• EDUC 251 – Art and Music in Teaching
  • ENGL 200 – Creative Writing
  • ENGL 252 – The Art of Creative Nonfiction
  • ENGL 253 – The Art of Poetry
  • ENGL 254 – The Art of Short Story
  • MLNG 220 – French Literature in Translation
  • PHOT 101 – Photography for Non-Majors
  • THEA 230 – Introduction to Theatre

Course Description
Data analysis and charts, rules of probability, conditional probability, distributions, random variables, sampling, confidence interval estimates, hypothesis testing, regression and correlation. Students enrolling in this course should have a background in college preparatory algebra, including high school Algebra I and Algebra II or equivalent.

Course Description
The basic principles and procedures for gathering, recording, summarizing and interpreting accounting data.

Course Description
Use of accounting information for management planning and control and the interpretation of accounting data as a management tool. Prerequisite: ACCT 102.

Course Description
An introduction to the law in general and a survey of the law as it relates to business transactions including the law of contracts, agency and employment, personal property, bailments, real property, wills, descendants’ estates, trusts and international law. Prerequisite: BMGT 101.

Course Description
Study of functions, institutions, marketing structure tools, career opportunities and the preparation of a complete marketing campaign for a job.

Course Description
Selection procedures, training techniques, wage and salary administration, fringe benefits, grievance procedures and disciplinary action. Prerequisites: BMGT 101; PSYC 150.

Course Description
This Pass/Fail course will prepare each student for their formal review by a board to determine each student’s ability to enroll in the Cooperative Education program in the School of Business. Emphasis will be placed on resume and cover letter writing, mock interviews, electronic portfolio, and various other methods to adequately prepare students for possible Cooperative Educational opportunities. Prerequisite: Sophomore standing.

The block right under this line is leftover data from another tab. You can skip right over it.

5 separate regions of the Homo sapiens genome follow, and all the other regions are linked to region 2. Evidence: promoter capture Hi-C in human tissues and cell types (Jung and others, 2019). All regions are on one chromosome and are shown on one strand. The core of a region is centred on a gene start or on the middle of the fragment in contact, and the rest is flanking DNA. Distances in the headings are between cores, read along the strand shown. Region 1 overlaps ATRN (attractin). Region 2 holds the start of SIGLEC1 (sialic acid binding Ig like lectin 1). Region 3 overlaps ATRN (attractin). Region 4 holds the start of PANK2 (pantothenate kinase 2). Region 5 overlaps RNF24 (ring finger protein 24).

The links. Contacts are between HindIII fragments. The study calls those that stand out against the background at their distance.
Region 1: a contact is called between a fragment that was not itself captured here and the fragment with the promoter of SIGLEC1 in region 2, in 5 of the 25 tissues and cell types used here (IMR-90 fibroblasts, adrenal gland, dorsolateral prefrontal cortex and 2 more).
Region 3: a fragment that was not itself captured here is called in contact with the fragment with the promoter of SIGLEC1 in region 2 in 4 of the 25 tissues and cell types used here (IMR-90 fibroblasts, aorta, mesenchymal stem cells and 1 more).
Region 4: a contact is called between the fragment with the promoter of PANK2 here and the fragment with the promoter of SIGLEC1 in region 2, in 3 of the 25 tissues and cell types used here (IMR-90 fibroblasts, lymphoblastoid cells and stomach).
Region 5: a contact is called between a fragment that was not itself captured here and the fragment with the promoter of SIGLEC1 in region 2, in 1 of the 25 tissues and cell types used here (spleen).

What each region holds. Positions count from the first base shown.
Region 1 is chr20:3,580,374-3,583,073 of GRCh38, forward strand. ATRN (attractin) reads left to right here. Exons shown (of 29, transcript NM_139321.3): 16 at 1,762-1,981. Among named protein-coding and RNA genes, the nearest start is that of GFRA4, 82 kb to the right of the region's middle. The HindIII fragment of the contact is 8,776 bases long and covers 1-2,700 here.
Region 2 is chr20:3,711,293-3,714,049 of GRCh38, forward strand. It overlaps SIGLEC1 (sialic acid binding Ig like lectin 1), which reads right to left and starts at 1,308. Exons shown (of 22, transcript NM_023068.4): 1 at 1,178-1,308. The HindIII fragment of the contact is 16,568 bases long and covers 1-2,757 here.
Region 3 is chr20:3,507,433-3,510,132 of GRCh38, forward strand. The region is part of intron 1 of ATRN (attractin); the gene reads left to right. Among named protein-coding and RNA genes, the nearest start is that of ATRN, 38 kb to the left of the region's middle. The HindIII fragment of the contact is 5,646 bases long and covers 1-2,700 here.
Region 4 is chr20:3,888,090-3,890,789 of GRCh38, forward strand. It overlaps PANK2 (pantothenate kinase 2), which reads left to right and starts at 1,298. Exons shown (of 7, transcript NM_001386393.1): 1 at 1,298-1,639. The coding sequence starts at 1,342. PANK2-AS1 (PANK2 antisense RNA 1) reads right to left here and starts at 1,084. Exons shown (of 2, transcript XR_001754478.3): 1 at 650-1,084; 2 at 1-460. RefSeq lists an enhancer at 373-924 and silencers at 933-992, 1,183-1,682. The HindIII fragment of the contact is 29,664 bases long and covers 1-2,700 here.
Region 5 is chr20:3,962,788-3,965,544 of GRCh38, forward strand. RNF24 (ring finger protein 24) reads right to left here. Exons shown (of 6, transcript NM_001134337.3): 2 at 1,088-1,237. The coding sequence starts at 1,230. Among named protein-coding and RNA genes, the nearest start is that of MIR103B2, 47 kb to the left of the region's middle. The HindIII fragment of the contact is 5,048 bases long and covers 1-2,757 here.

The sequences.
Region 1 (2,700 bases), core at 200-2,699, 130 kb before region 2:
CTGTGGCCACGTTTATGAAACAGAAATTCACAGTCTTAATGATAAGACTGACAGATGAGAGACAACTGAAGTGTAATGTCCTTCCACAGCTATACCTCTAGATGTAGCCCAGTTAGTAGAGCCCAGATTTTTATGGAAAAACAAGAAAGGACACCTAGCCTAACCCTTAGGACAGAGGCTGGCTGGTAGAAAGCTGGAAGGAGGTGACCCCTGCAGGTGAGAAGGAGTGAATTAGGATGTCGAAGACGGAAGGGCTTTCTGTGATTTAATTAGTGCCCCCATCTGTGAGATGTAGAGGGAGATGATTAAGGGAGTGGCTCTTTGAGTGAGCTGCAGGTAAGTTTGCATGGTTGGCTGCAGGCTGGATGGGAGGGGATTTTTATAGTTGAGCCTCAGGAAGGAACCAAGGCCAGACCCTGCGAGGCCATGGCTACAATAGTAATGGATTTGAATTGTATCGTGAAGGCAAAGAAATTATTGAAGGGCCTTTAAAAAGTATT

Course Description
The problems associated with the effective management of capital. Includes the development of corporations, legal aspects, securities market, and financial planning and development. Prerequisites: BMGT 101; ACCT 102; MATH 175.

Course Description
Students will study concepts of operations management. Students will learn to use statistical techniques and quantitative analysis to apply to business type problems. Topics will include: Project management (PERT), use of formulas/mathematical equations/probability to make business decisions, models such as linear programming, forecasting, and basic inventory models.

Course Description
Examines the role of individual and group behavior within work organizations. Review the traditional theories of management. Topics will include motivation, leadership, group behavior, organizational structure, conflict management, and resistance to change.

Course Description
The course focuses on the computerized and Web-based systems used in business. Topics covered will includeknowledge management, customer relationship management, enterprise resource management, and supply chain management.

Course Description
An introduction to the pricing and allocation mechanism of the classical market economy.

Course Description
An introduction to computerized accounting information systems. Financial data processing and reporting, including application of accounting concepts, principles and preparation of reports, using systems commonly used in actual practice. Prerequisite: ACCT 210.

Course Description
A study of accounting standards, the conceptual framework and financial reporting with a focus on the income statement, the balance sheet, the statement of cash flows, and a detailed examination of accounting concepts related to cash, receivables and inventories. Prerequisite: ACCT 210, CMPS 214.

Course Description
A study of accounting standards, the conceptual framework and financial reporting with a focus on the income statement, the balance sheet, the statement of cash flows, and a detailed examination of accounting concepts related to cash, receivables and inventories. Prerequisite: ACCT 210, CMPS 214.

Course Description
A study of accounting standards, the conceptual framework and financial reporting with a focus on revenue recognition, income taxes, leases, pension, and post-retirement benefits. Prerequisite: ACCT 311

Course Description
Basic principles and procedures of Federal Taxation with an emphasis on individual taxpayers. Perquisites: ACCT 210, CMPS 214 or permission of instructor.

Course Description